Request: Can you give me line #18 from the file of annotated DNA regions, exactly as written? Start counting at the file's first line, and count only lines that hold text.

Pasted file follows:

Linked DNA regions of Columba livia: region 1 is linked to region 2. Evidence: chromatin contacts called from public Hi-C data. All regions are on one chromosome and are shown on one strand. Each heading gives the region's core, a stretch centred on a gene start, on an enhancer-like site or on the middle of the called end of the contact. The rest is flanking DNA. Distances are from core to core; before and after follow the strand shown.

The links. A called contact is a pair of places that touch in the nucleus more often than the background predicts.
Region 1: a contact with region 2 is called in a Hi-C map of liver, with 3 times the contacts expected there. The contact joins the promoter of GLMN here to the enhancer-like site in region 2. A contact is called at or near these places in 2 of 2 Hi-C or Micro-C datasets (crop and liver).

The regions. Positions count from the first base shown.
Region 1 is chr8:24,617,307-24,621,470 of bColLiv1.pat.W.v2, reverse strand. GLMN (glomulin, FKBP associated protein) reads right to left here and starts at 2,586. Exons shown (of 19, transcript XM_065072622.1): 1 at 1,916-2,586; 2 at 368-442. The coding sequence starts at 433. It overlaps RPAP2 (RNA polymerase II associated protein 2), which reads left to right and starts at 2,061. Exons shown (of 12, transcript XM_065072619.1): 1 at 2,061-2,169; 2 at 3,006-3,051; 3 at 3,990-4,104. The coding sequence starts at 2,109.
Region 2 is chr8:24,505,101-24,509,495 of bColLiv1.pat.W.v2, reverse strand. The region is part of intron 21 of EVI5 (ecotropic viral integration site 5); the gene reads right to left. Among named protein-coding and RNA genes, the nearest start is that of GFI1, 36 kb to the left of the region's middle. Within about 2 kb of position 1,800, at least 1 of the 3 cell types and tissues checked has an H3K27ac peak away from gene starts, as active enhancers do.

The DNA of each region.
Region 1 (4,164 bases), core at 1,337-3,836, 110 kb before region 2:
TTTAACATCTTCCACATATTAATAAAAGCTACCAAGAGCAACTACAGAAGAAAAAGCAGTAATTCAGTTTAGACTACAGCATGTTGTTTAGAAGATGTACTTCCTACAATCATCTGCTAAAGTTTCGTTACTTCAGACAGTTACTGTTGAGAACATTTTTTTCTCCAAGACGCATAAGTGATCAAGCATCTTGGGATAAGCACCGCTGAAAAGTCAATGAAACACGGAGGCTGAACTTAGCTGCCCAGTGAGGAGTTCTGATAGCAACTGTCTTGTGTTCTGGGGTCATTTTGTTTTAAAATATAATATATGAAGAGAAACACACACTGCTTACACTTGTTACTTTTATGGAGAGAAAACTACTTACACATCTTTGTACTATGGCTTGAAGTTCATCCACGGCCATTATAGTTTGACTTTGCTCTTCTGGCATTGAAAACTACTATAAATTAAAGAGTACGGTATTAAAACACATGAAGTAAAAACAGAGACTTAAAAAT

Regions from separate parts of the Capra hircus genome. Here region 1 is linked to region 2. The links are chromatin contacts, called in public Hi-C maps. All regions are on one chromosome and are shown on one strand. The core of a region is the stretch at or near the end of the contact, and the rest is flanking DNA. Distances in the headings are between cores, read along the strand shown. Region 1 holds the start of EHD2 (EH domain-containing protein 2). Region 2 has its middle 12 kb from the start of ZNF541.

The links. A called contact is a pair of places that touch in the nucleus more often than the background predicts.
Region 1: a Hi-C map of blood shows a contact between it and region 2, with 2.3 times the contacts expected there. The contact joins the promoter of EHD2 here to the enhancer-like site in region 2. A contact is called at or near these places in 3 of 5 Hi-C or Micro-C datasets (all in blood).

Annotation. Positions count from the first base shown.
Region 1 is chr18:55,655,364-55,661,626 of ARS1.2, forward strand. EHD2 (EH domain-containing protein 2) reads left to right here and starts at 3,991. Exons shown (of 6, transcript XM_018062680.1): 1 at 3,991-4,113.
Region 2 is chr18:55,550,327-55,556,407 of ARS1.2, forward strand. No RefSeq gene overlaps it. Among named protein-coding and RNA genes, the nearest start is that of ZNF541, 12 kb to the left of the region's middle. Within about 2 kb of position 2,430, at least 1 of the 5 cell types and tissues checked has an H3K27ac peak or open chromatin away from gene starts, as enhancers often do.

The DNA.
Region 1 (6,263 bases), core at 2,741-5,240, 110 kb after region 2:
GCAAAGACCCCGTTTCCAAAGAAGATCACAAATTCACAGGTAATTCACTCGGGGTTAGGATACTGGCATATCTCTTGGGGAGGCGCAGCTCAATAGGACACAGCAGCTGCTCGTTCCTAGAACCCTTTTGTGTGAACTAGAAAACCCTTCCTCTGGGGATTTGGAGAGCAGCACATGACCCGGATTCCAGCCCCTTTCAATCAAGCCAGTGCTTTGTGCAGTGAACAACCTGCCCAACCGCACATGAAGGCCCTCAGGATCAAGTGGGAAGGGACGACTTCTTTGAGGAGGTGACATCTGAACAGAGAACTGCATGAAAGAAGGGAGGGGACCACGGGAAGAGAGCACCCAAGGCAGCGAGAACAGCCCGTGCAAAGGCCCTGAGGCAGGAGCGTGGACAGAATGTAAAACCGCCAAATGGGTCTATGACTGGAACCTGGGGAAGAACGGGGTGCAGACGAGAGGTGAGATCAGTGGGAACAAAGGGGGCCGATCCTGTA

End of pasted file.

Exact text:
GCAAAGACCCCGTTTCCAAAGAAGATCACAAATTCACAGGTAATTCACTCGGGGTTAGGATACTGGCATATCTCTTGGGGAGGCGCAGCTCAATAGGACACAGCAGCTGCTCGTTCCTAGAACCCTTTTGTGTGAACTAGAAAACCCTTCCTCTGGGGATTTGGAGAGCAGCACATGACCCGGATTCCAGCCCCTTTCAATCAAGCCAGTGCTTTGTGCAGTGAACAACCTGCCCAACCGCACATGAAGGCCCTCAGGATCAAGTGGGAAGGGACGACTTCTTTGAGGAGGTGACATCTGAACAGAGAACTGCATGAAAGAAGGGAGGGGACCACGGGAAGAGAGCACCCAAGGCAGCGAGAACAGCCCGTGCAAAGGCCCTGAGGCAGGAGCGTGGACAGAATGTAAAACCGCCAAATGGGTCTATGACTGGAACCTGGGGAAGAACGGGGTGCAGACGAGAGGTGAGATCAGTGGGAACAAAGGGGGCCGATCCTGTA